Jason asks: "Since Pluto's orbit intersects Neptune's orbit, will Pluto ever crash into Neptune or become one of Neptune's moons?"
Answer: No. From 1979 to 1999, Pluto was the eighth planet from the sun. In 1999, it slipped beyond Neptune to become the ninth. But Pluto's 248-year orbit around the sun takes it 17 degrees above and below the plane in which Neptune and the other planets travel. So their paths don't actually cross as they swap positions. Imagine you are the sun in the middle of your back yard. The fence is Neptune's orbit. You toss a boomerang way out over the neighbor's houses and it comes back, being on both sides of your fence during its travels without hitting the fence. Of course, activity like that can be frowned upon, and in Pluto's case helped lead to its demotion.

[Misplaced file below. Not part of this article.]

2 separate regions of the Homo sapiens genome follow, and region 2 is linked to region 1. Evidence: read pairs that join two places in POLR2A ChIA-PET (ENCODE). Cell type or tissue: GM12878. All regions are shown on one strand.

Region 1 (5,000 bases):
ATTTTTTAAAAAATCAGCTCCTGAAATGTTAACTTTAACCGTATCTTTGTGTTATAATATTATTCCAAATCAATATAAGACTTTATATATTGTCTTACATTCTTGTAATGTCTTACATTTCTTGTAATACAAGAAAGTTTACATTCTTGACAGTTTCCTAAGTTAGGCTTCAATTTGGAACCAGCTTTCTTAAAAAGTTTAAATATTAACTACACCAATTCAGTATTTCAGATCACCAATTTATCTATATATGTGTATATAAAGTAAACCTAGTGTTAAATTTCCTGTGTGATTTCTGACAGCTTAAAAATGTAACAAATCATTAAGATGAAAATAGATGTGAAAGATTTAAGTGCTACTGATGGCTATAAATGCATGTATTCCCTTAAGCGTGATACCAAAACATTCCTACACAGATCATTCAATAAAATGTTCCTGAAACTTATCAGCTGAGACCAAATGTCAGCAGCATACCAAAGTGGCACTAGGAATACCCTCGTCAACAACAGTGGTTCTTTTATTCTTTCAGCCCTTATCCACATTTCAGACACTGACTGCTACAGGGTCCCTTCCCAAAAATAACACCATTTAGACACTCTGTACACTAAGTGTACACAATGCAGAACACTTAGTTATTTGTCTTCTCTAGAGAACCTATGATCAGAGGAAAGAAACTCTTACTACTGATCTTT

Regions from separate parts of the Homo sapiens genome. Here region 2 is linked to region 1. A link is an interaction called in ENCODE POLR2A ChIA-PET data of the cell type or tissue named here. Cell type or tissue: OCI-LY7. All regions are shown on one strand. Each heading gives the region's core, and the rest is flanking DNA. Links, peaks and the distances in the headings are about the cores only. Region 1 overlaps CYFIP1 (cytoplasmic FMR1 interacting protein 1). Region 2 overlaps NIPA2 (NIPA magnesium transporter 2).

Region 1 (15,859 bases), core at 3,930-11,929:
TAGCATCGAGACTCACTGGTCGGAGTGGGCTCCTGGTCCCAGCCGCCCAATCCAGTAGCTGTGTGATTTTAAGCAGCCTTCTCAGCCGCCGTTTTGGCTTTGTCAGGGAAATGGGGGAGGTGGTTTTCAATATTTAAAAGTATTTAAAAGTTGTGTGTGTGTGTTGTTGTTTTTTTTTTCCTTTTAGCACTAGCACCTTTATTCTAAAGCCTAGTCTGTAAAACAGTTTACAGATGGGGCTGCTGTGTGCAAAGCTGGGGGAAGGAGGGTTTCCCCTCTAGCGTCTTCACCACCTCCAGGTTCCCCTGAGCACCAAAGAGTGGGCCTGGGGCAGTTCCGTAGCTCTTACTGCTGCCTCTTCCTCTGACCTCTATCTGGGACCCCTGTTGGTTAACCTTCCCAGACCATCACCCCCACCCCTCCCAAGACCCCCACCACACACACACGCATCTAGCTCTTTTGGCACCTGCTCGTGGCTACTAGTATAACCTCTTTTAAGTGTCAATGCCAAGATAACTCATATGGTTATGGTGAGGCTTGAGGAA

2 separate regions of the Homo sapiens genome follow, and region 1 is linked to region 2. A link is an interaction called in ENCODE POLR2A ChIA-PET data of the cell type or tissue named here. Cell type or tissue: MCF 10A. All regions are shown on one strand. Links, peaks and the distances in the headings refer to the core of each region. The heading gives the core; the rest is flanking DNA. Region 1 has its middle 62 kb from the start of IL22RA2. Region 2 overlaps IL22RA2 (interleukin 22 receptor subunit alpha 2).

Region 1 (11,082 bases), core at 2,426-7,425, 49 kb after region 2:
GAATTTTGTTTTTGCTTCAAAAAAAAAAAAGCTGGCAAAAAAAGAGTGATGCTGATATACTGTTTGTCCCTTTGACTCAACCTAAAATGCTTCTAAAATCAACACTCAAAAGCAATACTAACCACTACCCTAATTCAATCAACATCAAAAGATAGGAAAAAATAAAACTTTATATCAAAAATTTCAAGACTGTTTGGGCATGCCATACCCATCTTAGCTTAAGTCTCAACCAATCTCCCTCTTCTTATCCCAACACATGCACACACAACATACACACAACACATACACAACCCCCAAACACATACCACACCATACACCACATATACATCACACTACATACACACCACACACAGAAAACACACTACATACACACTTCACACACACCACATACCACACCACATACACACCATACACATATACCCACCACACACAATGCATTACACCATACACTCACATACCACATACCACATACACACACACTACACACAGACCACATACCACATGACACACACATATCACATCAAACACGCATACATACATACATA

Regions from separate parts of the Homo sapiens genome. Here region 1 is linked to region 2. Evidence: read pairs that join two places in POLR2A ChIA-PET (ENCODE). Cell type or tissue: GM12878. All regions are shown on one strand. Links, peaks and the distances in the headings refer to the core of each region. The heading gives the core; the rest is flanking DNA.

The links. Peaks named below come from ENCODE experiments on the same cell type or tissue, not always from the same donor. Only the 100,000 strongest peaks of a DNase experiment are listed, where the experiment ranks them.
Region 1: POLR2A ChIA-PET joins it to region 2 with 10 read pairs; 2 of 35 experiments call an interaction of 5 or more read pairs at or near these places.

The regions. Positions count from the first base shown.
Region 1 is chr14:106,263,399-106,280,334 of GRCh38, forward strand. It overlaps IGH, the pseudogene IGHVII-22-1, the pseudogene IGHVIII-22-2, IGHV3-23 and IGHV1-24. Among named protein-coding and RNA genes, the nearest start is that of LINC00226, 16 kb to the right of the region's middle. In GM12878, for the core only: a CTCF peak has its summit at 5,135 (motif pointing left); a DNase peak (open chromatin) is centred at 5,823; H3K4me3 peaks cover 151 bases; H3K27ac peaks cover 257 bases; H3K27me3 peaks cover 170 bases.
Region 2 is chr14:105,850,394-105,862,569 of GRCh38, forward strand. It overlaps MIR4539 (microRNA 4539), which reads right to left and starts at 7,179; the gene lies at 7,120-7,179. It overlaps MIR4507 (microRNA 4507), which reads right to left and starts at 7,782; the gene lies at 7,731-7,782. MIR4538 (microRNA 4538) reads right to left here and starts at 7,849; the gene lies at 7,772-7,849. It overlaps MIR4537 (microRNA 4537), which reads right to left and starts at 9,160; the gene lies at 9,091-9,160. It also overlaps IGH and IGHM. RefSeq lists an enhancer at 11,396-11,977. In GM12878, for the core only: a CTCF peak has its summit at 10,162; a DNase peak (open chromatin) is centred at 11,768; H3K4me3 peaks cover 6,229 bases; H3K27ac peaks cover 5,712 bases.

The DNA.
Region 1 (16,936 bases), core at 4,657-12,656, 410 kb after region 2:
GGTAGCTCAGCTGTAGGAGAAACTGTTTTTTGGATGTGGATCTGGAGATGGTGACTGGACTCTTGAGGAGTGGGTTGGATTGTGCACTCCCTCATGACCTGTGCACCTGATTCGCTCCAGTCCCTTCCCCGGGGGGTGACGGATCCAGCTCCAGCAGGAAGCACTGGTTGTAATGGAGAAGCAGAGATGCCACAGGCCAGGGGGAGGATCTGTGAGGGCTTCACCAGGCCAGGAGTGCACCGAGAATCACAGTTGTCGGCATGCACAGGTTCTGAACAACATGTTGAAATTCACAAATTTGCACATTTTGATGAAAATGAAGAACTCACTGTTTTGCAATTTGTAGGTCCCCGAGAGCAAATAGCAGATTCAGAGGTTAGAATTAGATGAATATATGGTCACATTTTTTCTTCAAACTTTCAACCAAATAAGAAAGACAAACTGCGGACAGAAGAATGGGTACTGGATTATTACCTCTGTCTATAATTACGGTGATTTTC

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Robert is an independent health and science journalist and writer based in Phoenix, Arizona. He is a former editor-in-chief of Live Science with over 20 years of experience as a reporter and editor. He has worked on websites such as Space.com and Tom's Guide, and is a contributor on Medium, covering how we age and how to optimize the mind and body through time. He has a journalism degree from Humboldt State University in California.